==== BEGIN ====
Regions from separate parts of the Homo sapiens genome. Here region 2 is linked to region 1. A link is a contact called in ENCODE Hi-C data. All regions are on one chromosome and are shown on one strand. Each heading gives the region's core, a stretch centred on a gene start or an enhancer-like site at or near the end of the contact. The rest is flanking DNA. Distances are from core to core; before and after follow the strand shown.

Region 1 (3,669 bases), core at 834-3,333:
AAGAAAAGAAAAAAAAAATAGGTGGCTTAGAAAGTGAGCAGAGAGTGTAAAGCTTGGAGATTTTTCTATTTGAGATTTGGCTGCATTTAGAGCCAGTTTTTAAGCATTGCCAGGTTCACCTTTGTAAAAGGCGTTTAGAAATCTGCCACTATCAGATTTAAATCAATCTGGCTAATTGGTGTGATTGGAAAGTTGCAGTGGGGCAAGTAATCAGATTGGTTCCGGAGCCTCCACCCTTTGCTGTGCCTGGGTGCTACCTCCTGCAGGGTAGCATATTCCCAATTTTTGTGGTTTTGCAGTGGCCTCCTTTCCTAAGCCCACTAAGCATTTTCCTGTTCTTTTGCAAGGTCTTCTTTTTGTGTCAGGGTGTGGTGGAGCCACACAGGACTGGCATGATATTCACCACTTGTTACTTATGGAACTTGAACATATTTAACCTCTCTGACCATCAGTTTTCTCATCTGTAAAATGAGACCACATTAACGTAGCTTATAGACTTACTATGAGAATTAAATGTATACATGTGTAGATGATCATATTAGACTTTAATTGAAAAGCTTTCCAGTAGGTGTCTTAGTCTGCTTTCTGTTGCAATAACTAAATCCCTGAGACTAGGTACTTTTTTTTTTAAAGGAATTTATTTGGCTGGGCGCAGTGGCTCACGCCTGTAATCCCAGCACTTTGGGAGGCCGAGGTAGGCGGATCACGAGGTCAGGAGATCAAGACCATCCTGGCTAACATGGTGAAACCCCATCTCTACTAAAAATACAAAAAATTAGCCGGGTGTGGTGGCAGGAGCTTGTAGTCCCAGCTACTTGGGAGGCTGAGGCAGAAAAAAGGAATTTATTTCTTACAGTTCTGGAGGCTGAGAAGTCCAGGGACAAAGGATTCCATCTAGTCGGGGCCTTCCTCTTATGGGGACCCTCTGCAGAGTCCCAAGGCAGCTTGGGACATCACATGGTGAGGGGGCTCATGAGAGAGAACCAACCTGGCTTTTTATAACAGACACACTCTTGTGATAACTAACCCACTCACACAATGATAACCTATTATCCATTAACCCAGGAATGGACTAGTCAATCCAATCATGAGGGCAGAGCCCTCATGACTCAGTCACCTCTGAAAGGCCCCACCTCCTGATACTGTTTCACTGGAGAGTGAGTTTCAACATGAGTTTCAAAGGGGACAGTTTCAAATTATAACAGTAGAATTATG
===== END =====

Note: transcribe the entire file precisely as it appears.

Regions from separate parts of the Homo sapiens genome. Here region 2 is linked to region 1. A link is a contact called in ENCODE Hi-C data. All regions are on one chromosome and are shown on one strand. Each heading gives the region's core, a stretch centred on a gene start or an enhancer-like site at or near the end of the contact. The rest is flanking DNA. Distances are from core to core; before and after follow the strand shown.

Region 1 (3,669 bases), core at 834-3,333:
AAGAAAAGAAAAAAAAAATAGGTGGCTTAGAAAGTGAGCAGAGAGTGTAAAGCTTGGAGATTTTTCTATTTGAGATTTGGCTGCATTTAGAGCCAGTTTTTAAGCATTGCCAGGTTCACCTTTGTAAAAGGCGTTTAGAAATCTGCCACTATCAGATTTAAATCAATCTGGCTAATTGGTGTGATTGGAAAGTTGCAGTGGGGCAAGTAATCAGATTGGTTCCGGAGCCTCCACCCTTTGCTGTGCCTGGGTGCTACCTCCTGCAGGGTAGCATATTCCCAATTTTTGTGGTTTTGCAGTGGCCTCCTTTCCTAAGCCCACTAAGCATTTTCCTGTTCTTTTGCAAGGTCTTCTTTTTGTGTCAGGGTGTGGTGGAGCCACACAGGACTGGCATGATATTCACCACTTGTTACTTATGGAACTTGAACATATTTAACCTCTCTGACCATCAGTTTTCTCATCTGTAAAATGAGACCACATTAACGTAGCTTATAGACTTACTATGAGAATTAAATGTATACATGTGTAGATGATCATATTAGACTTTAATTGAAAAGCTTTCCAGTAGGTGTCTTAGTCTGCTTTCTGTTGCAATAACTAAATCCCTGAGACTAGGTACTTTTTTTTTTAAAGGAATTTATTTGGCTGGGCGCAGTGGCTCACGCCTGTAATCCCAGCACTTTGGGAGGCCGAGGTAGGCGGATCACGAGGTCAGGAGATCAAGACCATCCTGGCTAACATGGTGAAACCCCATCTCTACTAAAAATACAAAAAATTAGCCGGGTGTGGTGGCAGGAGCTTGTAGTCCCAGCTACTTGGGAGGCTGAGGCAGAAAAAAGGAATTTATTTCTTACAGTTCTGGAGGCTGAGAAGTCCAGGGACAAAGGATTCCATCTAGTCGGGGCCTTCCTCTTATGGGGACCCTCTGCAGAGTCCCAAGGCAGCTTGGGACATCACATGGTGAGGGGGCTCATGAGAGAGAACCAACCTGGCTTTTTATAACAGACACACTCTTGTGATAACTAACCCACTCACACAATGATAACCTATTATCCATTAACCCAGGAATGGACTAGTCAATCCAATCATGAGGGCAGAGCCCTCATGACTCAGTCACCTCTGAAAGGCCCCACCTCCTGATACTGTTTCACTGGAGAGTGAGTTTCAACATGAGTTTCAAAGGGGACAGTTTCAAATTATAACAGTAGAATTATG